That world allows advertisers to move away from pushing information at consumers (Dachis’ constant interruption model) to “a more intelligent pull model,” Advertising Age says.
The idea, Dachis say, is for brands and consumers to become lifelong acquaintances.
“I talk to you every day, or all year long, or all the times you’re going to need me,” he says. “Therefore, I don’t need to interrupt you, ever.”
It’s a wonderful vision, but eMarketer’s report provides reason to believe that it could be a while before it comes to fruition. It cites a May 2014 survey by Edelman Berland for GE in which 44 percent of executives surveyed worldwide said they had never heard of the Internet of Things.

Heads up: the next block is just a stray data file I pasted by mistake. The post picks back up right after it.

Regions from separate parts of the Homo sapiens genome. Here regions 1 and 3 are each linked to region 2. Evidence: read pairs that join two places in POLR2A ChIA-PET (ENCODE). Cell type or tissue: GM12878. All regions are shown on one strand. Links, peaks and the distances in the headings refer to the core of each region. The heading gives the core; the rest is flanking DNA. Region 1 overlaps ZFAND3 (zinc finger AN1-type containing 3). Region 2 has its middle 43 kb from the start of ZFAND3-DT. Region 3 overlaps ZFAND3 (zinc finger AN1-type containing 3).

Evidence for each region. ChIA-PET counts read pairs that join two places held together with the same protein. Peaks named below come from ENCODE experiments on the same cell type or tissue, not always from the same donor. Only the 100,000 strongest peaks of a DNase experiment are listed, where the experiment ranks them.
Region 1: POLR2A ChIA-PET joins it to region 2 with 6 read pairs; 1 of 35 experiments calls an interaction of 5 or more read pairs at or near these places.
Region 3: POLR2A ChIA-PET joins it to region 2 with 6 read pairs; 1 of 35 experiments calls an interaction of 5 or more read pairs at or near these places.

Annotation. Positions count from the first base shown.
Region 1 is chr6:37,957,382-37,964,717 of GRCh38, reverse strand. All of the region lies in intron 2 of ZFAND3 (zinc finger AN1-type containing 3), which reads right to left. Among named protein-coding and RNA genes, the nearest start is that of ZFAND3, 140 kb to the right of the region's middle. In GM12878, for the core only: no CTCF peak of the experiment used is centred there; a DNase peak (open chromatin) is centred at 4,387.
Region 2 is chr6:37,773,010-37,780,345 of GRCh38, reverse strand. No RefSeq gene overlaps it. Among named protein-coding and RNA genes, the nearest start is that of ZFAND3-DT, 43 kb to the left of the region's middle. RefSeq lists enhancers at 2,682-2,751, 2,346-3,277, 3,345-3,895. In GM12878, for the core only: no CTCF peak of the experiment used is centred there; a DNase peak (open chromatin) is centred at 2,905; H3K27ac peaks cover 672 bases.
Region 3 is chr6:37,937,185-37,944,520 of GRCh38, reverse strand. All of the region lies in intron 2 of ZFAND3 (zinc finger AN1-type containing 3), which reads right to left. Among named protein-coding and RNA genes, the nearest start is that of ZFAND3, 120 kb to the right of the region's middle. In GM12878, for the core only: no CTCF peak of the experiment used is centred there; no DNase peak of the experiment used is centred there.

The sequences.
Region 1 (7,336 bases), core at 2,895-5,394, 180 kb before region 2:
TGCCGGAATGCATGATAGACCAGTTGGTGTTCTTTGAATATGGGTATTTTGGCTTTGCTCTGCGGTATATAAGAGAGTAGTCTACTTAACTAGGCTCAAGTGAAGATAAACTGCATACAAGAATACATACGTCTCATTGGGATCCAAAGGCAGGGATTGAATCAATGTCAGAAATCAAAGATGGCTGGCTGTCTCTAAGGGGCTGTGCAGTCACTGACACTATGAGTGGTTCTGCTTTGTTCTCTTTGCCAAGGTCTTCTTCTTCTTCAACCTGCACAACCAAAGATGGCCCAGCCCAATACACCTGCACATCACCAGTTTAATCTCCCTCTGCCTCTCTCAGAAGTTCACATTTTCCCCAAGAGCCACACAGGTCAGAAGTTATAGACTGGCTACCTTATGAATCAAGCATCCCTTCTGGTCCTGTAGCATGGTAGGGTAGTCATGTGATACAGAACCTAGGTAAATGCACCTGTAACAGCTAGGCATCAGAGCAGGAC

And, as odd as it sounds, Dachis is skeptical as to whether putting customers at the center of their businesses is something most big brands really want to do. He says many large corporations have spent years trying to lower the costs associated with serving customers.
“If you’re Chase Manhattan bank and you’ve been outsourcing your customer service to India for 30 years, you don’t even have a relationship with your customer anymore,” he says. “The idea of the customer as valuable is out the window.”
Instead, he expects the Internet of Things will lead to the “Uberfication” of some services by companies who appreciate that more and more devices and products will have sensors embedded in them.
“The companies that are able to tap into the data and understand how people live their lives and meet them where they live, those are the companies that are going to extract value from the Internet of Things.”
Mike Cassidy is BloomReach’s storyteller. Contact him at email@example.com; follow him on Twitter at @mikecassidy